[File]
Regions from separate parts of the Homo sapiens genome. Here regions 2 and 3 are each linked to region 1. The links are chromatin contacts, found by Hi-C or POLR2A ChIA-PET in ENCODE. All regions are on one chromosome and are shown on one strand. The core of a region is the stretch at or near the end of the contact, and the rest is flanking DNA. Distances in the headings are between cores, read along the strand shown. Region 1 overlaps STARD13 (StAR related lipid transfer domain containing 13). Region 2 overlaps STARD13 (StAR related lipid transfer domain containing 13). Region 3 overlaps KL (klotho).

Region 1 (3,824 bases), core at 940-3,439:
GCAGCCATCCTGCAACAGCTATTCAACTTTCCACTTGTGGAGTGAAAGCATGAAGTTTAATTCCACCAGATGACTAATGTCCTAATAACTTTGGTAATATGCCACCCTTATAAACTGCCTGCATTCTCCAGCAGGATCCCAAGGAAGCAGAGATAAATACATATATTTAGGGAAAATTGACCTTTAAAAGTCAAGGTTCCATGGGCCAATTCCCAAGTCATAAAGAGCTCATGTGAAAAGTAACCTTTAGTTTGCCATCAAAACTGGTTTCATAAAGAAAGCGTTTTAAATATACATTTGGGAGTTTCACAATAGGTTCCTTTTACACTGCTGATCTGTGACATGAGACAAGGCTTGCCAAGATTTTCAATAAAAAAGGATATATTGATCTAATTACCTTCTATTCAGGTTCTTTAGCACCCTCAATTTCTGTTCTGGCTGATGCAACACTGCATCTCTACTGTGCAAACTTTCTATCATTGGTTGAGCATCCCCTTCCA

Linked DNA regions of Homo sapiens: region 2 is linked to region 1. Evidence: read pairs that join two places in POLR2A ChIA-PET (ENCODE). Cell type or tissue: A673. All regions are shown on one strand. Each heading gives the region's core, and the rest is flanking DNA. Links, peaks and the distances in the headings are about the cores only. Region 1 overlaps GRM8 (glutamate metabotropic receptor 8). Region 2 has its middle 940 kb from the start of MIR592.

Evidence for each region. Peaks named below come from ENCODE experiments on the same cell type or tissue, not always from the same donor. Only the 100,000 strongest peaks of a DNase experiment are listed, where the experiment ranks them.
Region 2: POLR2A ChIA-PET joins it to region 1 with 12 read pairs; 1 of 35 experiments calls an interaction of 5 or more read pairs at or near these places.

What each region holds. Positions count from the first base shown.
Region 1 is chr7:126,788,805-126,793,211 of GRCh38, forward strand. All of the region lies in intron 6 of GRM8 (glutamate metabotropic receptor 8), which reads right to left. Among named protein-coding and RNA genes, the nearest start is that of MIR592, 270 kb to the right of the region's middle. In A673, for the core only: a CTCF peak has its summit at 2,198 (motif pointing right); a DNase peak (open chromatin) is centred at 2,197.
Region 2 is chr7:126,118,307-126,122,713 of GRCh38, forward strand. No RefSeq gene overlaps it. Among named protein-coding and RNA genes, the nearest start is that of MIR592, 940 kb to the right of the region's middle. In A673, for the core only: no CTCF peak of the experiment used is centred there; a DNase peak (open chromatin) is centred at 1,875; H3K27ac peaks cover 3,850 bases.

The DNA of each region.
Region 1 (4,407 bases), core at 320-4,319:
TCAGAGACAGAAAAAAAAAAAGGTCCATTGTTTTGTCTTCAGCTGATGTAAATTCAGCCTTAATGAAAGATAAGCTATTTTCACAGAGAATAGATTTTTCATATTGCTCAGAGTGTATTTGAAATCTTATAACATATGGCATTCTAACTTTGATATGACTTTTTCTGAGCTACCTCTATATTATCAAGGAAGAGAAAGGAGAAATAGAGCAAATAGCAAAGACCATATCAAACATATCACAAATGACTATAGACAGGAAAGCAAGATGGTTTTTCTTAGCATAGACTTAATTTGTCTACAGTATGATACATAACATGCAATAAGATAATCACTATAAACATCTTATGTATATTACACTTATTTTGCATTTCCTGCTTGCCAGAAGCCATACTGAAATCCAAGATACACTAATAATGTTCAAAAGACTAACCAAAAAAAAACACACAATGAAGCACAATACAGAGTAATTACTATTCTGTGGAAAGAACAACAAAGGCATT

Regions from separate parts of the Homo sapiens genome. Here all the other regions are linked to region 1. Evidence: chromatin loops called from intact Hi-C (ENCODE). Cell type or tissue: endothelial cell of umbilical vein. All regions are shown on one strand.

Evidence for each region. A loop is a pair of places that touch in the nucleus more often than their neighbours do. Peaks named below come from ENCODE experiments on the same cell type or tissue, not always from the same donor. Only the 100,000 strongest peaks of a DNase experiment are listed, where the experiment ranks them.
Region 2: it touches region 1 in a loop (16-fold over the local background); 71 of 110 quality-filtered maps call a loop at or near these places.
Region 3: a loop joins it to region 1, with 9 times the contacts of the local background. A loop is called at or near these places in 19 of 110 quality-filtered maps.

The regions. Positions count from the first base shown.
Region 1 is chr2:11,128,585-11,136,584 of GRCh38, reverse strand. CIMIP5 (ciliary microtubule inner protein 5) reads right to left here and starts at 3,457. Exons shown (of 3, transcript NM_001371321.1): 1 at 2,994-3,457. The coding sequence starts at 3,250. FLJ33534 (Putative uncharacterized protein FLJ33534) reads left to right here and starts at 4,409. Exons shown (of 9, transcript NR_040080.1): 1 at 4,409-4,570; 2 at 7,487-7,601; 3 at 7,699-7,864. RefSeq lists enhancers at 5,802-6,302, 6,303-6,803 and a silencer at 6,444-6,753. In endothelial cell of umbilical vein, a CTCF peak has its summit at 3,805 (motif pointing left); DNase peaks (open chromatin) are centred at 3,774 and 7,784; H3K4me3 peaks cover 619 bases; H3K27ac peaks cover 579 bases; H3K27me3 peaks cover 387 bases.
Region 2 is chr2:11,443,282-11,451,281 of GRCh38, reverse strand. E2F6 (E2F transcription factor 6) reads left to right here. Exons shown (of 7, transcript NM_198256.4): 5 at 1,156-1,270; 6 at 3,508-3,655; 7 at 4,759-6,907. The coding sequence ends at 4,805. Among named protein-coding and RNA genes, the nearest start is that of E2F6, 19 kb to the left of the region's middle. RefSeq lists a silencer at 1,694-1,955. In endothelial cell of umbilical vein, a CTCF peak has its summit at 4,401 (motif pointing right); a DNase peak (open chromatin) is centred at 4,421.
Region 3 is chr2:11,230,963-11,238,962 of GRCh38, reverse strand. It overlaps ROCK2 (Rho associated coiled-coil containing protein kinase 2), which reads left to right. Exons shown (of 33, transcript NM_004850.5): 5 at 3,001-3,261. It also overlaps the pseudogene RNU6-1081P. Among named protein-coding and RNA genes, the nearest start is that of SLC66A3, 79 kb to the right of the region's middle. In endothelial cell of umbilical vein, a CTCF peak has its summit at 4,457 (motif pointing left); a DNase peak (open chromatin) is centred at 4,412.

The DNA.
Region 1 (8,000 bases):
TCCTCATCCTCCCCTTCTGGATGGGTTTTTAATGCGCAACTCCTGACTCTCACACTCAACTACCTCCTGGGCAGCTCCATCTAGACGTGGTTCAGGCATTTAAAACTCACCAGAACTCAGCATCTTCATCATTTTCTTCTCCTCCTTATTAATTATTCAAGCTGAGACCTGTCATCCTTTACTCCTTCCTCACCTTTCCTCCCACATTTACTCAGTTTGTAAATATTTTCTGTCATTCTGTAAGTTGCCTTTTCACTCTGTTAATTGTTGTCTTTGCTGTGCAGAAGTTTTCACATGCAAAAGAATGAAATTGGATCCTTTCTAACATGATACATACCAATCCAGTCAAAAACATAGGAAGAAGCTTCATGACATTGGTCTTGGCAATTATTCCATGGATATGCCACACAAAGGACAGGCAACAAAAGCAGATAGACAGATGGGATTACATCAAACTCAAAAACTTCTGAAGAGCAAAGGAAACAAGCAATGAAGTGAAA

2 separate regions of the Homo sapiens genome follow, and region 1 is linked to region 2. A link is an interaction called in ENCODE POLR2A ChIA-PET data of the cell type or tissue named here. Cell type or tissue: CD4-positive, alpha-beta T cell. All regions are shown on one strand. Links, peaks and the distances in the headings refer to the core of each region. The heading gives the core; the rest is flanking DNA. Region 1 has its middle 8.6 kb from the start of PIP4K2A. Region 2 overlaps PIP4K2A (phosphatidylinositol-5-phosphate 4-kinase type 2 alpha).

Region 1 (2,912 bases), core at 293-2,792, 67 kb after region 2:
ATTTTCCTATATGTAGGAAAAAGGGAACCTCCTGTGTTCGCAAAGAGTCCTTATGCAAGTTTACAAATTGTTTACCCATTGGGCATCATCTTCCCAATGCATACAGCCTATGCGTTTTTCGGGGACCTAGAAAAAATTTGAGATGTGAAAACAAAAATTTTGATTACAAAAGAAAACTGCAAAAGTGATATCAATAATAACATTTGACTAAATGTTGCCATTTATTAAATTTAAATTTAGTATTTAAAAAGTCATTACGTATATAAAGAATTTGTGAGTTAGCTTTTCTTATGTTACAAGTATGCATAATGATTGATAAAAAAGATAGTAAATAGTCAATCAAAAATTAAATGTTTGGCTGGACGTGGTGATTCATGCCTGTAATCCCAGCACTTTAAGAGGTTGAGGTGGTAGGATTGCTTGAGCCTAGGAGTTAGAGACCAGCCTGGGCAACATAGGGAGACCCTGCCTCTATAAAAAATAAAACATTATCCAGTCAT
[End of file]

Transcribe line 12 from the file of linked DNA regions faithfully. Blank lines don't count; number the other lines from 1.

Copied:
TCAGAGACAGAAAAAAAAAAAGGTCCATTGTTTTGTCTTCAGCTGATGTAAATTCAGCCTTAATGAAAGATAAGCTATTTTCACAGAGAATAGATTTTTCATATTGCTCAGAGTGTATTTGAAATCTTATAACATATGGCATTCTAACTTTGATATGACTTTTTCTGAGCTACCTCTATATTATCAAGGAAGAGAAAGGAGAAATAGAGCAAATAGCAAAGACCATATCAAACATATCACAAATGACTATAGACAGGAAAGCAAGATGGTTTTTCTTAGCATAGACTTAATTTGTCTACAGTATGATACATAACATGCAATAAGATAATCACTATAAACATCTTATGTATATTACACTTATTTTGCATTTCCTGCTTGCCAGAAGCCATACTGAAATCCAAGATACACTAATAATGTTCAAAAGACTAACCAAAAAAAAACACACAATGAAGCACAATACAGAGTAATTACTATTCTGTGGAAAGAACAACAAAGGCATT